(1986). If there exist good strategic reasons for his decision, we may not find Mr. Nastasi ineffective merely because we may have made a different choice.
In his uncontroverted affidavit, Mr. Nastasi states that he considered the possibility of moving for severance, and decided against it. He stated as his reasons the fact that it was improbable that the motion would be granted given the complexity of the case and co-defendant Joseph Pungitore's failure with the same motion, that a motion for dismissal on double jeopardy grounds was more likely to succeed, and that an overall unified defense strategy would be far more effective. Affidavit of Nicholas J. Nastasi ("Affidavit"), at 3-4. He stated that it was his experience that motions to sever were rarely successful, and that he "knew that within the year preceding the instant trial, the unified defense strategy had worked twice for the individuals identified in the charges as members of an enterprise charged as the Philadelphia LCN family." Id. at 4.
This circuit has repeatedly held that "effective assistance does not demand that every possible motion be filed, but only those having a solid foundation." United States v. Swinehart, 617 F.2d 336, 341 (3d Cir. 1980); United States v. Hines, 470 F.2d 225, 232 (3d Cir. 1972), cert. denied, 410 U.S. 968, 35 L. Ed. 2d 703, 93 S. Ct. 1452. Motions to sever are disfavored in complex cases. The instant case involved seventeen defendants, numerous charges, and lasted for fifty-three trial days. It was indeed the epitome of a very long and complex case. Mr. Ciancaglini's co-defendant Joseph Pungitore had already filed a pre-trial motion for severance which had been denied by the court. That denial was ultimately affirmed on post-verdict motions. United States v. Scarfo, 711 F. Supp. 1315, 1340-42 (E.D. Pa. 1989). aff'd, United States v. Pungitore, 910 F.2d 1084 (3d Cir. 1990). Most importantly, the seventeen defense counsel involved in this case elected to pursue an overall unified defense strategy which consisted primarily of denying the existence and criminal purpose of the La Cosa Nostra, denying the defendants' participation in it, and denying the credibility of the government's principal cooperating witnesses. In light of this, Mr. Nastasi's decision was not only not unreasonable; on the contrary, it was a deliberate tactical decision well within the bounds of reasonable professional assistance.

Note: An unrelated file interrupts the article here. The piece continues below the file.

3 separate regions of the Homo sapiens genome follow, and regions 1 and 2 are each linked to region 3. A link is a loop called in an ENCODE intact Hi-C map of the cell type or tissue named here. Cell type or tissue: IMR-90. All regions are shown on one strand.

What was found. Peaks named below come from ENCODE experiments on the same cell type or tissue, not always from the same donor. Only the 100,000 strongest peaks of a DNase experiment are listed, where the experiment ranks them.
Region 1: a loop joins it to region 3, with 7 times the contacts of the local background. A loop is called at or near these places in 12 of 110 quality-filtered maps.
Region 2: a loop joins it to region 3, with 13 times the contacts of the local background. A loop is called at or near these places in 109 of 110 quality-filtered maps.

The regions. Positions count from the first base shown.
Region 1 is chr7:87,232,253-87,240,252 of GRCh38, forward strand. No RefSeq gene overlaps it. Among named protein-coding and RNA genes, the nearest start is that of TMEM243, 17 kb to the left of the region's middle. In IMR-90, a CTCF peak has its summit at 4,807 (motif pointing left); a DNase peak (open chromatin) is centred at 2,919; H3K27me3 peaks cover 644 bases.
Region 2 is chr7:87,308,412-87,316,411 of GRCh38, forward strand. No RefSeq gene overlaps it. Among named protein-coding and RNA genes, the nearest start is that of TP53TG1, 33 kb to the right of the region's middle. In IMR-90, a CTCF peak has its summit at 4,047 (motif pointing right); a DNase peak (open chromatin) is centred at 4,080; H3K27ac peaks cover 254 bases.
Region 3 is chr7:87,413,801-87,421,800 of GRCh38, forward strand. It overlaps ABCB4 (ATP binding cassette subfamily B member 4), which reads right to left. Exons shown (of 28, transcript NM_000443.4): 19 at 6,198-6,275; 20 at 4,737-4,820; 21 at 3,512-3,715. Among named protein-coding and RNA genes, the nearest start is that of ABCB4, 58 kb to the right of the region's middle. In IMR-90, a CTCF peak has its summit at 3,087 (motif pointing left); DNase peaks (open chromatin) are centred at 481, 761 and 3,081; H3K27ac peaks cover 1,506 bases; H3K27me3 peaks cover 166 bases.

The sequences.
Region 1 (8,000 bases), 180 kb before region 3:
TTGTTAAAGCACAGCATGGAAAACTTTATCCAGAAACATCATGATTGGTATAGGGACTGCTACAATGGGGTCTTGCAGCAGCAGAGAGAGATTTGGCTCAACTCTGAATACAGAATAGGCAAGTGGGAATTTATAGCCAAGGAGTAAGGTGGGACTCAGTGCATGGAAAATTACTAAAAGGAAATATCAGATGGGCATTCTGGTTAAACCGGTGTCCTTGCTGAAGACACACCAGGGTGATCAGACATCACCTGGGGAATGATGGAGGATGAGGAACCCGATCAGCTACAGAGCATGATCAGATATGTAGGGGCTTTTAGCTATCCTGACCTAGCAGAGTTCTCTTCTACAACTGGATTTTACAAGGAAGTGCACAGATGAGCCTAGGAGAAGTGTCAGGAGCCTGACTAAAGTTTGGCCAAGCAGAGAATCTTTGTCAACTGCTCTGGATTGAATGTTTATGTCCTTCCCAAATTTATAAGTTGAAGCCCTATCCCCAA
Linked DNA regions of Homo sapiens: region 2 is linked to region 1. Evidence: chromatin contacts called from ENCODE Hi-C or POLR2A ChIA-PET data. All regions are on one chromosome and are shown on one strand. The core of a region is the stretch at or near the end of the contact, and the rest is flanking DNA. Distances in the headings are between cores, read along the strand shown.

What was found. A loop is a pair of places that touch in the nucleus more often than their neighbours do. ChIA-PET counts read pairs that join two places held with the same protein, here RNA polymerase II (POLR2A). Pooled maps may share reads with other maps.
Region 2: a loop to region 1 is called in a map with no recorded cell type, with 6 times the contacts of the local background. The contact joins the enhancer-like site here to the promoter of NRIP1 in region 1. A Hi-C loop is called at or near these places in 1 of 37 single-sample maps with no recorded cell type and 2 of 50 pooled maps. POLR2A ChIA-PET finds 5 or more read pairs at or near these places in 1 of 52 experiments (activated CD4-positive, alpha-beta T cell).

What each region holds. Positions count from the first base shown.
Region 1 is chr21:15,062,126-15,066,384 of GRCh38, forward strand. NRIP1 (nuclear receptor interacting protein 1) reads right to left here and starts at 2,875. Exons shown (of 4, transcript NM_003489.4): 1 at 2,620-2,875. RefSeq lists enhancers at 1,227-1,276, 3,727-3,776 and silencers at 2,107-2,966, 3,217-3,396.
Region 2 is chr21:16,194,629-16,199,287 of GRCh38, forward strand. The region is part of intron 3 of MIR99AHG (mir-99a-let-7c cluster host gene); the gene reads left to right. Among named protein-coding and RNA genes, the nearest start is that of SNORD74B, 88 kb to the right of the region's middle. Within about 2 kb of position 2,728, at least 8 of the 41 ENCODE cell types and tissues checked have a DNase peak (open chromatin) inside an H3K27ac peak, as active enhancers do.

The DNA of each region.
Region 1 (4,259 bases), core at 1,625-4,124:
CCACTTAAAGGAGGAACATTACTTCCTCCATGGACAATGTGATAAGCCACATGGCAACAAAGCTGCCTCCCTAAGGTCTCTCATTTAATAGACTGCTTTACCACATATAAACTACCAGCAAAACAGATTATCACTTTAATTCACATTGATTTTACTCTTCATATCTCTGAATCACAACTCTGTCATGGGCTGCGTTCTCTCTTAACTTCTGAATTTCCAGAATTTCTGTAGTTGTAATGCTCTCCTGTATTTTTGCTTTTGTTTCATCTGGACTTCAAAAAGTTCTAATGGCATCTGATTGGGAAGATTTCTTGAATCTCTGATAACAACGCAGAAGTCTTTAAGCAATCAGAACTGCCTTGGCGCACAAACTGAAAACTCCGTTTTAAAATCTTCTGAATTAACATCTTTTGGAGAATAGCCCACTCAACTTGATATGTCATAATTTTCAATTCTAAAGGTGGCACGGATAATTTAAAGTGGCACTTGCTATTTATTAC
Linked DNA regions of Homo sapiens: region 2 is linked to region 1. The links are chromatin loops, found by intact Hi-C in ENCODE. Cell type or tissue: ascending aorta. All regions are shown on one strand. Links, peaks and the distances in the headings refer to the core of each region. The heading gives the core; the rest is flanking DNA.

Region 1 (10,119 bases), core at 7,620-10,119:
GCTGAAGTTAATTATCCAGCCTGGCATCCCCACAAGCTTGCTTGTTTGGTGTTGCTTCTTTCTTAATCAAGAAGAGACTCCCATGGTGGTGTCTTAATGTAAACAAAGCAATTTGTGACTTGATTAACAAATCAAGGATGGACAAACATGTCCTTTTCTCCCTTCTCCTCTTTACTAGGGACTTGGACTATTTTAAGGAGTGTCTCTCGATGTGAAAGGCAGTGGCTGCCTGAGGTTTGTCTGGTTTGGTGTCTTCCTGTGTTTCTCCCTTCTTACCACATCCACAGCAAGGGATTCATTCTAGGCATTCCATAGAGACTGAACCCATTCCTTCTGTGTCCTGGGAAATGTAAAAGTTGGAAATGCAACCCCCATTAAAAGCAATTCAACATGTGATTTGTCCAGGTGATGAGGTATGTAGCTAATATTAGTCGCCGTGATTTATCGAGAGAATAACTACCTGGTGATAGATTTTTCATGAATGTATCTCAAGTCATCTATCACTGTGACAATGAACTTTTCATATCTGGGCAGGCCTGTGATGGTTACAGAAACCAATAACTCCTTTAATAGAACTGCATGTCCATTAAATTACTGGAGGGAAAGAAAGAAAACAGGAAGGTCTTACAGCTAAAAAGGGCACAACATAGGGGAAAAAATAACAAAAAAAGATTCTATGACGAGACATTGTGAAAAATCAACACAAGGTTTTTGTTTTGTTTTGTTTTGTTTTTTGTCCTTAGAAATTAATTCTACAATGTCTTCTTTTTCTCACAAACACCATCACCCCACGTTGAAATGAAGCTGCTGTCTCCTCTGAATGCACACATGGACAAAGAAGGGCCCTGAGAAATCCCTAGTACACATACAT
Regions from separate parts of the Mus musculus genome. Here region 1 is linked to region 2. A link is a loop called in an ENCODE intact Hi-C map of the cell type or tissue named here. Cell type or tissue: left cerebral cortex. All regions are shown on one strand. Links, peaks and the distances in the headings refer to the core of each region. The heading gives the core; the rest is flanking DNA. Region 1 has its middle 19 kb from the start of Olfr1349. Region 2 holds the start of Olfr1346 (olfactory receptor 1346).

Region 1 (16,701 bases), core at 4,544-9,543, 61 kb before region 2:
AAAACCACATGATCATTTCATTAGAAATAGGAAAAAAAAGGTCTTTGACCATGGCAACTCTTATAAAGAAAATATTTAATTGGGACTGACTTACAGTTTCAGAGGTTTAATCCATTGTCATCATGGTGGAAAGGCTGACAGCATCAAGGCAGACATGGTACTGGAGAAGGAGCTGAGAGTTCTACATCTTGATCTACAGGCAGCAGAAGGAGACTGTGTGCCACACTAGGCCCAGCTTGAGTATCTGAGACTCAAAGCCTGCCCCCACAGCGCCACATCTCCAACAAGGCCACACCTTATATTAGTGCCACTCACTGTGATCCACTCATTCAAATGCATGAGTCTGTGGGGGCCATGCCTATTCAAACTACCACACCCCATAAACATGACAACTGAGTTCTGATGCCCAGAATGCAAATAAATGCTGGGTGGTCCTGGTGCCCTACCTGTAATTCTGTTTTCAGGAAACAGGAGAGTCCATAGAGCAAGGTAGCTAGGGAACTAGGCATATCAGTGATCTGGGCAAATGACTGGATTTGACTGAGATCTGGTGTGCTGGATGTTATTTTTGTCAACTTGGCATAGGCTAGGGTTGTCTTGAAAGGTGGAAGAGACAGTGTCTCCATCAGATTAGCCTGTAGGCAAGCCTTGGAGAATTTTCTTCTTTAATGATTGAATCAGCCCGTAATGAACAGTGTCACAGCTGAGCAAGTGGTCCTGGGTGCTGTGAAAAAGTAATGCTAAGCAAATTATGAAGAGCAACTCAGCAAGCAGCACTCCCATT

C. Failure to Properly Prepare for Trial
Mr. Ciancaglini next claims that Mr. Nastasi was ineffective in his preparation for trial. This claim seems to be a conglomeration of his other complaints in that Mr. Ciancaglini argues that Mr. Nastasi would never have done the other allegedly ineffective acts but for a lack of preparation. He further argues that Mr. Nastasi "never discussed trial strategy, a defense or went over any of the discovery with [him]." Petition at 5.
Despite Mr. Ciancaglini's all inclusive 'kitchen-sink' approach, we will give this charge our serious consideration. This Circuit noted in Weatherwax [II] that any decision by counsel to not prepare or investigate must be "directly assessed for reasonableness in all the circumstances, applying a heavy measure of deference to the counsel's judgements." Weatherwax II, 77 F.3d at 1432, citing Strickland 466 U.S. at 690-691.
In this case, however, Mr. Ciancaglini's claims are not supported in any way by the evidence. In his uncontroverted affidavit, Mr. Nastasi states that he fully discussed the charges, and possible witnesses with Mr. Ciancaglini and interviewed those witnesses that were identified as potentially helpful. Affidavit at 4. He found that most of these witnesses were unable to provide helpful testimony, but did find and prepare attorney Anna Durbin to testify. Id. Further, Mr. Nastasi was apparently in charge of discovery materials for the unified defense, a task which belies a lack of preparation. Mr. Ciancaglini has chosen to provide no evidence to the contrary, as he must do to prevail. See Zettlemoyer v. Fulcomer, 923 F.2d 284, 298 (3d Cir. 1991) (Holding that the petitioner "cannot meet his burden to show that counsel made errors so serious that his representation fell below an objective standard of reasonableness based on vague and conclusory allegations..."), cert. denied, 502 U.S. 902, 116 L. Ed. 2d 232, 112 S. Ct. 280 (1991).